Profile Image for Bruce Hatton.
455 reviews61 followers
February 2, 2017
Roger Deakin's second nature book explores the enduring fascination for what he calls the "fifth element". The mythical and mystical nature of woodland and the use of wood in architecture, furniture and artworks. As well as British woods, he explores those of France, Greece, Ukraine, Poland, Kazakhstan, and Australia. His descriptions of the different national attitudes to woodland put me in mind of Simon Scharma's "Landscape And Memory", particularly concerning the historical and legendary importance of such places.
As in his other books, Deakin's knowledge of nature, history and literature is very impressive and informative.
Profile Image for Camilla.
37 reviews2 followers
November 13, 2011
I enjoyed Waterlog so much I was really looking forward to reading this. I grew up in the countryside and thought the hedge at the bottom of the garden was a giant forest. I did enjoy this very much, but it suffered in my eyes by not having the same parameters as Waterlog did- instead of being restricted to one location (the UK) this book takes a journey all round the world. Individual accounts were fascinating- i've already bored friends with tales about walnut harvesting, but I feel that this could have benefited from a bit more editing perhaps.
Profile Image for Harold Rhenisch.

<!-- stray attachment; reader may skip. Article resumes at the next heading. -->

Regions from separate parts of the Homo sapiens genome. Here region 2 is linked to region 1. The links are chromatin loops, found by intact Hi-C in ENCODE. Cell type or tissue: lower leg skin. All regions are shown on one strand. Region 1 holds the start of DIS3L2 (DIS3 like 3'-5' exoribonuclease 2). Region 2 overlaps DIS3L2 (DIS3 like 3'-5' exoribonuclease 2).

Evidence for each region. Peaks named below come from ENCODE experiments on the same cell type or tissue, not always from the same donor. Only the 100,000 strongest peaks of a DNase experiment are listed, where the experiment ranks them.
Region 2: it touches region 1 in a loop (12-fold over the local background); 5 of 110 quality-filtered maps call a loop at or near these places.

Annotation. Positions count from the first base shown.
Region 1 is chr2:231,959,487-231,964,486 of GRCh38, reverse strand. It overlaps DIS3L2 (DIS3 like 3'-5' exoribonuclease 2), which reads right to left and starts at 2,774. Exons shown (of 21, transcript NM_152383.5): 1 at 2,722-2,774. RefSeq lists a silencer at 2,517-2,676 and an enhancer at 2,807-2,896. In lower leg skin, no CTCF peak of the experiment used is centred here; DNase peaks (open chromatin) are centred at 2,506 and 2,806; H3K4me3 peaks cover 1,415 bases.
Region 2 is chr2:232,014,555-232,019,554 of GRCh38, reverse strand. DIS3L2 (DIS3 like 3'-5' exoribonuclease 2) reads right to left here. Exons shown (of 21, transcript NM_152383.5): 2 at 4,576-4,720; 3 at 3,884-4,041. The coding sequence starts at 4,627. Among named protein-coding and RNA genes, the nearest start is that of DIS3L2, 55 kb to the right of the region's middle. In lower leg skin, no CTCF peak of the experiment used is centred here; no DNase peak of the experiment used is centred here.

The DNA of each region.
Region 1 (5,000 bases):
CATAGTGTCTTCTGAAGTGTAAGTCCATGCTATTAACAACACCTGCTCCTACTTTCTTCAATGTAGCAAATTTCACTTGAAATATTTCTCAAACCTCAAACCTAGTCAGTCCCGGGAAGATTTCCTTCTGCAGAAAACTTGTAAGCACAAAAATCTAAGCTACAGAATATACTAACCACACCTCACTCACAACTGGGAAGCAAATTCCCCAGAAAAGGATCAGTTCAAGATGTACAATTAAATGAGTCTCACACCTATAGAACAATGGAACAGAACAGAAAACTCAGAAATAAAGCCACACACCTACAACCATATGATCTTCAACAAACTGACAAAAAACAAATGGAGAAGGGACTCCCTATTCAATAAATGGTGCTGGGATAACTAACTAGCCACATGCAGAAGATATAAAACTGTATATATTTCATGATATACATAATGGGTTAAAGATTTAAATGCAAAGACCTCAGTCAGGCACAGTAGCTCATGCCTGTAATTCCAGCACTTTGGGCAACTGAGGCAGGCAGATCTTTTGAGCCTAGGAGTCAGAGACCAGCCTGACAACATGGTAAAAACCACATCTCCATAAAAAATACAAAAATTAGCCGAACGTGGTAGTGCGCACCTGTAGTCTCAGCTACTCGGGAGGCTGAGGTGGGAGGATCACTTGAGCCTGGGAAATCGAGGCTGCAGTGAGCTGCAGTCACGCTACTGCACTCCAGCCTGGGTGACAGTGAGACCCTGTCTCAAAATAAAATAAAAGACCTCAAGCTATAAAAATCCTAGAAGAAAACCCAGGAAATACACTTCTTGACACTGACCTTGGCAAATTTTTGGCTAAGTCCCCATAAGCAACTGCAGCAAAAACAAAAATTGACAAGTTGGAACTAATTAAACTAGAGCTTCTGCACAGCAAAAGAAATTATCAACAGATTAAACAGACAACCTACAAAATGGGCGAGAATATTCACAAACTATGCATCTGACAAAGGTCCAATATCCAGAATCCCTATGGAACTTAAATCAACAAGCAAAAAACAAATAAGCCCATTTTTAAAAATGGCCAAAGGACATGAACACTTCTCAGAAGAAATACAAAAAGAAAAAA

49 reviews2 followers
February 13, 2018
Such a wonderful journey through the world among trees. There are chapters here of astonishing beauty, especially the coppice hedges of England, the wild walnut and wild apple forests of Central Asia, and even a chapter (too short) on workshops and craft. The book sprawls a bit. Easily, it could have been three separate books: Europe, Asia and Australia. Each would have been stronger than this whole, but there's no need to shy from the book from a weak editing decision. The book is strongest, after all, when Deakin gets away from home. If you love trees, this book is a treasure.
Profile Image for Clare.
166 reviews51 followers
November 13, 2015
I really do love this book, so calm and peaceful. You can hear Roger Deakin's calm tone coming through the pages. Perhaps that's why I didn't finish it. I got over halfway but you know, there's a lot of tree in there, in every form you can think of to stuff all at once. My excuse is I'm savouring it, I'll read it as I feel poped and grey and in need of Roger Deakin's beautiful wooded land.
Profile Image for Marie.
Author 1 book12 followers
February 12, 2018
Some authors you imagine you'd actually like in person, not just on the page. Others, not so much. While I greatly admire Virginia Woolf's writing, e.g., and Doris Lessing's, they both strike me as people I would probably not have got along particularly well with in real life, for reasons of culture and upbringing as much as anything else. Actually, come to think of it, I often have this feeling with regard to female authors. I assume, rightly or wrongly, that I would find them formidable or reserved or unfriendly or otherwise difficult one way or another. The authors I've always imagined myself getting along well with have all been male – De Montaigne, Thoreau, Dostoyevsky, Bachelard, De Botton, McGilchrist, Hardy, Rilke, Rumi... I imagine them possessing a certain geniality, matching their literary and philosophical brilliance, that would make them easy to like, easy to get along with, easy to talk to, without any appalling posturing necessary on either side.